Now on to other technical details: the Fuji 60mm has a maximum aperture of 2.4 which is wider than both of my Canon lenses, which end at 2.8. This increase in aperture is very good in this case since the sensor of the Fuji is smaller than the crop sensor of my Canon which, in theory, takes away from the depth of field at the same aperture. I have to say, I am really in love with the depth of field at 2.4 and also with the bokeh you get, which is really creamy and does not look like you took this image with a “small” camera. As for the sharpness – the Fuji lenses are just absolutely amazing in terms of sharpness.
I think after reading the last few paragraphs you can already tell what my overall impression of doing macro images with the Fuji is. I was afraid of not being able to take the same type of images as with my Canon but that fear was unfounded. Thankfully! The image quality is great and while it will take some getting used to the focussing distance that is just a learning process to be done while being out shooting. I definitely don’t regret the decision and am thinking about picking up an old manual macro lens for a closer focussing distance and different focal length. Additionally I am saving up for the Zeiss 60mm Macro but that will take a while. But it will only be as an improvement to an already great experience!
I finally found the time to visit the local botanical garden and test the 60mm Macro with the Fuji X-2. I’ll write some more in-depth impressions of doing macro photography with the X-E2 soon but will leave you with the images for now – which might already give you an idea of what I am going to say. You can find the gallery here.
Last week we had a bi-annual art exhibition in Frankfurt in which art students and some international artists showcase art pieces based around light in the city. I always love this opportunity to do some long exposure images, even if it is a lot of guessing and testing for me.
Long exposure: when your automatic modes will hinder you
First things first: here you really will want to have sturdy tripod. Long exposures mean no hand-holding the camera because the exposure times will be just too long. Additionally, if you have an image stabilized lens, turn off the stabilization – with a tripod it might actually cause unsharpness. Also, you should definitely turn off your flash.
After you have done this, it is important to understand that you will definitely want to step outside of your automatic modes for this. Most automatic modes I have encountered will try to make your image as bright as possible (since it will be relying on the histogram) – which you will not want in most instances. This unfortunately also means Aperture Priority is out. Shutter priority usually will not work either because you will be stuck with the widest aperture the lens has. This is also due to the fact that the automatic modes will always try to get a setting that you can still hand-hold – it doesn’t know you are shooting on a tripod. So it is time to go full manual!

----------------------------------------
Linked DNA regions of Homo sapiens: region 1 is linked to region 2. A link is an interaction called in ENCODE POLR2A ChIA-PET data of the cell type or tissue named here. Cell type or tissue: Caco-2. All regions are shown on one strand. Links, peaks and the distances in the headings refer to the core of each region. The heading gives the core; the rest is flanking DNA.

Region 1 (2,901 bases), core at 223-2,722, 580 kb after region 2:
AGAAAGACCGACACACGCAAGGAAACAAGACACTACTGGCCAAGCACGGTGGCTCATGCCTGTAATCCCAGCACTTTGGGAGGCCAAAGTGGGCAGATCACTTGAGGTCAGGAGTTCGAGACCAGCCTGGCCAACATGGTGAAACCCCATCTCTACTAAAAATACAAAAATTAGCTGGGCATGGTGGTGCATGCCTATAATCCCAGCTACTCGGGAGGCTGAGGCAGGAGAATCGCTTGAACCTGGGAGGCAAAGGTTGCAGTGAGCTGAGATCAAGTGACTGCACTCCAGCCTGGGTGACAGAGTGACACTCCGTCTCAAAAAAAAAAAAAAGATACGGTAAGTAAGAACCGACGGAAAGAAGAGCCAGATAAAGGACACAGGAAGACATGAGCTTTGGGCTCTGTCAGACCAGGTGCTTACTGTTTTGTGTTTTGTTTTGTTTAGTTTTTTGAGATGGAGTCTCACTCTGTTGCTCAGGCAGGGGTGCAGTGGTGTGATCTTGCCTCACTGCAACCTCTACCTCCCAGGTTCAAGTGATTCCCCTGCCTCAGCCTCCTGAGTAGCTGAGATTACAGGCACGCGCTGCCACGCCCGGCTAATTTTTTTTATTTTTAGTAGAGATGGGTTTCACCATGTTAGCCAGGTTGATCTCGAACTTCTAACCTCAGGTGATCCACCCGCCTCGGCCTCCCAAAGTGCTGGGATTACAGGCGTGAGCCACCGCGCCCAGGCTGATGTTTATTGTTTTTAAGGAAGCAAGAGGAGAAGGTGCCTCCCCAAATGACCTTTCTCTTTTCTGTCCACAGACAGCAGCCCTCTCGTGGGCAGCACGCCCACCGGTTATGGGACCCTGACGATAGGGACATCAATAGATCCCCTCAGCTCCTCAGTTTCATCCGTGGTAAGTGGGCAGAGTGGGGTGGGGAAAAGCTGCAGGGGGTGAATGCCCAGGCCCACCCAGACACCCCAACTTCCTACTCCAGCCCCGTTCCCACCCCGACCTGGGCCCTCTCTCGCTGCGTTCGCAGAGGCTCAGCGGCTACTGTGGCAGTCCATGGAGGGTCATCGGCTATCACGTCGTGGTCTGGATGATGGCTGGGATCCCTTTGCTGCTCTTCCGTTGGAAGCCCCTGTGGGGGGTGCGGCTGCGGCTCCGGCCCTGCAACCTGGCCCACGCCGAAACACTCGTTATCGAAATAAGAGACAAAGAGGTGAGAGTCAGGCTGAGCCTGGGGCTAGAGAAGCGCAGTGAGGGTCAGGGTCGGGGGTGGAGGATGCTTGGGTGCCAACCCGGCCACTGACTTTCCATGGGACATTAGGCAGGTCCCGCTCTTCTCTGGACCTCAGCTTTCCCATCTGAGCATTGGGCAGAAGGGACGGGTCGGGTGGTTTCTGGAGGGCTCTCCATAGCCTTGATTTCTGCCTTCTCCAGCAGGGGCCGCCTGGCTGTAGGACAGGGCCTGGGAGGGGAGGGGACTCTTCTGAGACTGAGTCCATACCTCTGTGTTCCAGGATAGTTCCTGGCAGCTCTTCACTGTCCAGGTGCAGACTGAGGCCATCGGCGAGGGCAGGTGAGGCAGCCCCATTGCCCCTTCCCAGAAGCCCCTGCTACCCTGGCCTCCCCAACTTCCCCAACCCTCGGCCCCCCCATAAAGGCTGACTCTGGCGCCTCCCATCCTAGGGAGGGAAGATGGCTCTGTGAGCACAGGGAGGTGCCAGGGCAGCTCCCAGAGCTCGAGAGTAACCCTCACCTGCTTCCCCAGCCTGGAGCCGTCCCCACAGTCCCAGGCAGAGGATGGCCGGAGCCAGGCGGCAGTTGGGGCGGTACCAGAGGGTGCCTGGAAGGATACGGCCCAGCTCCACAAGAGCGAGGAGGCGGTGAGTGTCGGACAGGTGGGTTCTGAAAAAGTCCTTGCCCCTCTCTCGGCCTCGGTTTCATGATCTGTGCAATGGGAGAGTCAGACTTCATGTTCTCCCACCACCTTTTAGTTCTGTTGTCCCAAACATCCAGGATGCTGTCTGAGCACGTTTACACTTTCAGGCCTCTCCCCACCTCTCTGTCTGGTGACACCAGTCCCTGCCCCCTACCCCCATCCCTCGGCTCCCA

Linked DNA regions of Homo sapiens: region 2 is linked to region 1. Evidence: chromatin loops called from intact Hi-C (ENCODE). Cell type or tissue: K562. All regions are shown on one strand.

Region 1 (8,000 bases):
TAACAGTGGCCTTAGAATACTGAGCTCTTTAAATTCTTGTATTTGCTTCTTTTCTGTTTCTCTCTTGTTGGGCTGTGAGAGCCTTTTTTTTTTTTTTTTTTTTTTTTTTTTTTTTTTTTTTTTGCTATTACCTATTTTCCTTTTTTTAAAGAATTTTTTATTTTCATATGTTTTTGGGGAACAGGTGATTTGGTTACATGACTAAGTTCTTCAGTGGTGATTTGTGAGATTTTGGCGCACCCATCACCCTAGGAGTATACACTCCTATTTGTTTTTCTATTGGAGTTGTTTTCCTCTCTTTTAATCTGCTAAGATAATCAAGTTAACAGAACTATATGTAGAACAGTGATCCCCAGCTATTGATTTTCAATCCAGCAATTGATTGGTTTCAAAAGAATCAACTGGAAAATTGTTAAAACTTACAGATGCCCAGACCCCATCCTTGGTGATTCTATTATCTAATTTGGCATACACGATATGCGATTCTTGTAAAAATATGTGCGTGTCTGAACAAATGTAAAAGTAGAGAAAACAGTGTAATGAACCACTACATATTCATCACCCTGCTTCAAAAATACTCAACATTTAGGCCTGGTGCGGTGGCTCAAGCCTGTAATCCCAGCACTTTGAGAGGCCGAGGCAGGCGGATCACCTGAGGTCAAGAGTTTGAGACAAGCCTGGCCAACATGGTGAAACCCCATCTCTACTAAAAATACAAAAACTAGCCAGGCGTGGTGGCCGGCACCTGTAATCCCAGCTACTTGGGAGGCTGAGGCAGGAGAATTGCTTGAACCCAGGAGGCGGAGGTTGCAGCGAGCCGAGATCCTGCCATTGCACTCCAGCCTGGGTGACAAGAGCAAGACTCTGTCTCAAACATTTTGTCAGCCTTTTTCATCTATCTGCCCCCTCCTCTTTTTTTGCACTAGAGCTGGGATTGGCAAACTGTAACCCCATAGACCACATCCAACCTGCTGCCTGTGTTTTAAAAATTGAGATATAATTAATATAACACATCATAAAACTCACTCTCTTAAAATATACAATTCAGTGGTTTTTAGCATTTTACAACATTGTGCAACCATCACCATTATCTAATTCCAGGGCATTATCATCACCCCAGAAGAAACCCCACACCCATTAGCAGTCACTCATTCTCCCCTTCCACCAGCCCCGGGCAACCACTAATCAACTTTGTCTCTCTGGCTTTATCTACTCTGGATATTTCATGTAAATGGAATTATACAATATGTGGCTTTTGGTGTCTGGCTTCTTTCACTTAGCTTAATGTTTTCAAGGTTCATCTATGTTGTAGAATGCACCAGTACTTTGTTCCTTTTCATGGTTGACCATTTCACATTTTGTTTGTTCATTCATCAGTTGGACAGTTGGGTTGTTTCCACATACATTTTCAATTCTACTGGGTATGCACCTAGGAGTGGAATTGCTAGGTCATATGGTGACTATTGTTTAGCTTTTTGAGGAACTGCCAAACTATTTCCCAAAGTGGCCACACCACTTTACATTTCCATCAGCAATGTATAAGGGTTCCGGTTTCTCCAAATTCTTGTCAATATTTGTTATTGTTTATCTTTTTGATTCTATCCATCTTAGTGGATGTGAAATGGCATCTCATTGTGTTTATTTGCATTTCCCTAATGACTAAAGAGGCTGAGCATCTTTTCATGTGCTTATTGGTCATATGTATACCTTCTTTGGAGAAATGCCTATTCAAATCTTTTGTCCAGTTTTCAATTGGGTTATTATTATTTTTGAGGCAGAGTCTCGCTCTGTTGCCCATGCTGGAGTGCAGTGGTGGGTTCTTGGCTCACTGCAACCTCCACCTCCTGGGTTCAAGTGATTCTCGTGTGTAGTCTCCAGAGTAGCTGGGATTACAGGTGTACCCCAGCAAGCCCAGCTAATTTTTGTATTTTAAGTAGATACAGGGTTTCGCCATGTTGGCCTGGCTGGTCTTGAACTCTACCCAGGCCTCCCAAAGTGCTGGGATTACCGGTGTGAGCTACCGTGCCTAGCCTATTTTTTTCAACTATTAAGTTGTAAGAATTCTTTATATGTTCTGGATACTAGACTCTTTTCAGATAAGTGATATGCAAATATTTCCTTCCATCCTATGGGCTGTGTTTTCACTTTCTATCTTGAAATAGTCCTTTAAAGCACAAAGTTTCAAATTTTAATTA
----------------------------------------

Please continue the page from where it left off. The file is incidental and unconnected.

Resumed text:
ISO Speed, Aperture and Shutter Speed – find the right mix
When you go into manual mode you have several things you can play with: ISO Speed, Aperture and Shutter Speed. Since you will be shooting on a tripod, set your ISO Speed to 100 or 200 (Fuji recommends 200 for its camera lineup since apparently you lose color vibrancy at ISO 100 with their cameras, with most others I would go with ISO 100). This will give you nice sharp results without noticeable noise in the image (the little off-color points you will see in a lot of your hand-held night shots).
This of course means that you will have to take longer exposures and/or open up the aperture more to get the same amount of light into your image (higher ISO needs less light). So now we are down to two factors: your aperture and your shutter speed. Keep in mind for this discussion, that a low f number means a wider aperture. A wide aperture has two effects: more light can come into the camera (since it will be open) but also you will get a shallower depth of field – meaning less of the image will be sharp (though at long distances this might be unnoticeable in some instances).